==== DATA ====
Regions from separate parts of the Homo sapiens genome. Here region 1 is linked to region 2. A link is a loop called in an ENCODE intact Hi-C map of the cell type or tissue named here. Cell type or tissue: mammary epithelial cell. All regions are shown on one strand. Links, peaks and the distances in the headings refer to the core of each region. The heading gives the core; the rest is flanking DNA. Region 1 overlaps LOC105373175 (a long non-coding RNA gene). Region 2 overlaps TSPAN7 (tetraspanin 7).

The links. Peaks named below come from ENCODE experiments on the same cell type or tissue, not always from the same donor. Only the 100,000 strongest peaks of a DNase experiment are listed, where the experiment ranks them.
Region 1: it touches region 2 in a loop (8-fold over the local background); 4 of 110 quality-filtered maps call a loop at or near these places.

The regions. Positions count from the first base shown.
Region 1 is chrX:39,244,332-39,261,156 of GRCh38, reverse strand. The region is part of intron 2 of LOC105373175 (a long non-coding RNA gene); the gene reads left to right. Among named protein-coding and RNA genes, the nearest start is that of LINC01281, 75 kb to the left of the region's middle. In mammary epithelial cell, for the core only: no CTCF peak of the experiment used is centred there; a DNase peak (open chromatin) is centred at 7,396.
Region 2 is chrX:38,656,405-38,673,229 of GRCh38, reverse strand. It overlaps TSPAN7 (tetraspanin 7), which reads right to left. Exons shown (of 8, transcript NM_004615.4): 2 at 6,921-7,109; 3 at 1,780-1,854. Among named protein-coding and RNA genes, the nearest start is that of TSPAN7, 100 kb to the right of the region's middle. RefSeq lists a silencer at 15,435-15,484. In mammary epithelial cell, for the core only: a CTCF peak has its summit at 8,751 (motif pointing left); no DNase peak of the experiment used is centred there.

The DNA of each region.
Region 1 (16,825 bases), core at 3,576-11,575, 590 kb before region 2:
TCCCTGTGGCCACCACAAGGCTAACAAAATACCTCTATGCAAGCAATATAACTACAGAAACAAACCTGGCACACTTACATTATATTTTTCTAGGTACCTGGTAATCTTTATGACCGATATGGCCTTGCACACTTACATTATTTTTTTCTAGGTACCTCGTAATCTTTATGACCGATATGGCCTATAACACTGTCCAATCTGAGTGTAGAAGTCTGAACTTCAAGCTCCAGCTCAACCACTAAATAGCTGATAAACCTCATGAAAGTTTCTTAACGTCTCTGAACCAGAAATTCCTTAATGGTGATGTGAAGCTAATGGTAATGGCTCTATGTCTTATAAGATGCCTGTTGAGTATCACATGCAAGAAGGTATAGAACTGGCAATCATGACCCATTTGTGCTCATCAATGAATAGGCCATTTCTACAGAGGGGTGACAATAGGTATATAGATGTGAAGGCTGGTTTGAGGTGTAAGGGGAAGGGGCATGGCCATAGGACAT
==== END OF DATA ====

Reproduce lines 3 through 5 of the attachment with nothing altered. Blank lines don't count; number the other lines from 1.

Region 1: it touches region 2 in a loop (8-fold over the local background); 4 of 110 quality-filtered maps call a loop at or near these places.

The regions. Positions count from the first base shown.
Region 1 is chrX:39,244,332-39,261,156 of GRCh38, reverse strand. The region is part of intron 2 of LOC105373175 (a long non-coding RNA gene); the gene reads left to right. Among named protein-coding and RNA genes, the nearest start is that of LINC01281, 75 kb to the left of the region's middle. In mammary epithelial cell, for the core only: no CTCF peak of the experiment used is centred there; a DNase peak (open chromatin) is centred at 7,396.